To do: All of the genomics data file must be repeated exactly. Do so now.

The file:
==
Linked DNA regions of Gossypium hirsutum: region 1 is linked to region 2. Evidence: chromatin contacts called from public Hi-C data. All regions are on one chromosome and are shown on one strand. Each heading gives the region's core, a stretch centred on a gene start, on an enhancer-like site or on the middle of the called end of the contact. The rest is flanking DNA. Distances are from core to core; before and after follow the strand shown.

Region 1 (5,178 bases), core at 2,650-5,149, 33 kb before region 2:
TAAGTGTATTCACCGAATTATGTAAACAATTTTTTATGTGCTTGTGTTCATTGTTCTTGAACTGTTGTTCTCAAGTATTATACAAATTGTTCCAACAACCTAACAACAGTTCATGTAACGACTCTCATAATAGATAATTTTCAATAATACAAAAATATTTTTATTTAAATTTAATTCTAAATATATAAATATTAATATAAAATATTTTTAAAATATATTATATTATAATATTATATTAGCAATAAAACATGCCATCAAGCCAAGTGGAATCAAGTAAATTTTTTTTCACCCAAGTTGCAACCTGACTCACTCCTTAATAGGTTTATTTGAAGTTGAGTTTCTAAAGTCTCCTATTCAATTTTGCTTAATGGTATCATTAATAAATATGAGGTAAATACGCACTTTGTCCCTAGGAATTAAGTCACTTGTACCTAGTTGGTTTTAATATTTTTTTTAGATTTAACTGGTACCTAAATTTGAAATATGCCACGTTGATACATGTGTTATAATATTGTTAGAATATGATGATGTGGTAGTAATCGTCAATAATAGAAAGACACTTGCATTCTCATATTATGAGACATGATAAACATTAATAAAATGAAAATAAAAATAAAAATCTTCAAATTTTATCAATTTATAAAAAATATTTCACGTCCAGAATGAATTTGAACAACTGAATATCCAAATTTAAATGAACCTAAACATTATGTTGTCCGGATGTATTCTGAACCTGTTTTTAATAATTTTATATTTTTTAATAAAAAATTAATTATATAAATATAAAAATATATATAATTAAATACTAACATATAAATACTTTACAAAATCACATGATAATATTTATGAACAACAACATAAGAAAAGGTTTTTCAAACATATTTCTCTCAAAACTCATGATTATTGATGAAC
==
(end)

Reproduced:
Linked DNA regions of Gossypium hirsutum: region 1 is linked to region 2. Evidence: chromatin contacts called from public Hi-C data. All regions are on one chromosome and are shown on one strand. Each heading gives the region's core, a stretch centred on a gene start, on an enhancer-like site or on the middle of the called end of the contact. The rest is flanking DNA. Distances are from core to core; before and after follow the strand shown.

Region 1 (5,178 bases), core at 2,650-5,149, 33 kb before region 2:
TAAGTGTATTCACCGAATTATGTAAACAATTTTTTATGTGCTTGTGTTCATTGTTCTTGAACTGTTGTTCTCAAGTATTATACAAATTGTTCCAACAACCTAACAACAGTTCATGTAACGACTCTCATAATAGATAATTTTCAATAATACAAAAATATTTTTATTTAAATTTAATTCTAAATATATAAATATTAATATAAAATATTTTTAAAATATATTATATTATAATATTATATTAGCAATAAAACATGCCATCAAGCCAAGTGGAATCAAGTAAATTTTTTTTCACCCAAGTTGCAACCTGACTCACTCCTTAATAGGTTTATTTGAAGTTGAGTTTCTAAAGTCTCCTATTCAATTTTGCTTAATGGTATCATTAATAAATATGAGGTAAATACGCACTTTGTCCCTAGGAATTAAGTCACTTGTACCTAGTTGGTTTTAATATTTTTTTTAGATTTAACTGGTACCTAAATTTGAAATATGCCACGTTGATACATGTGTTATAATATTGTTAGAATATGATGATGTGGTAGTAATCGTCAATAATAGAAAGACACTTGCATTCTCATATTATGAGACATGATAAACATTAATAAAATGAAAATAAAAATAAAAATCTTCAAATTTTATCAATTTATAAAAAATATTTCACGTCCAGAATGAATTTGAACAACTGAATATCCAAATTTAAATGAACCTAAACATTATGTTGTCCGGATGTATTCTGAACCTGTTTTTAATAATTTTATATTTTTTAATAAAAAATTAATTATATAAATATAAAAATATATATAATTAAATACTAACATATAAATACTTTACAAAATCACATGATAATATTTATGAACAACAACATAAGAAAAGGTTTTTCAAACATATTTCTCTCAAAACTCATGATTATTGATGAAC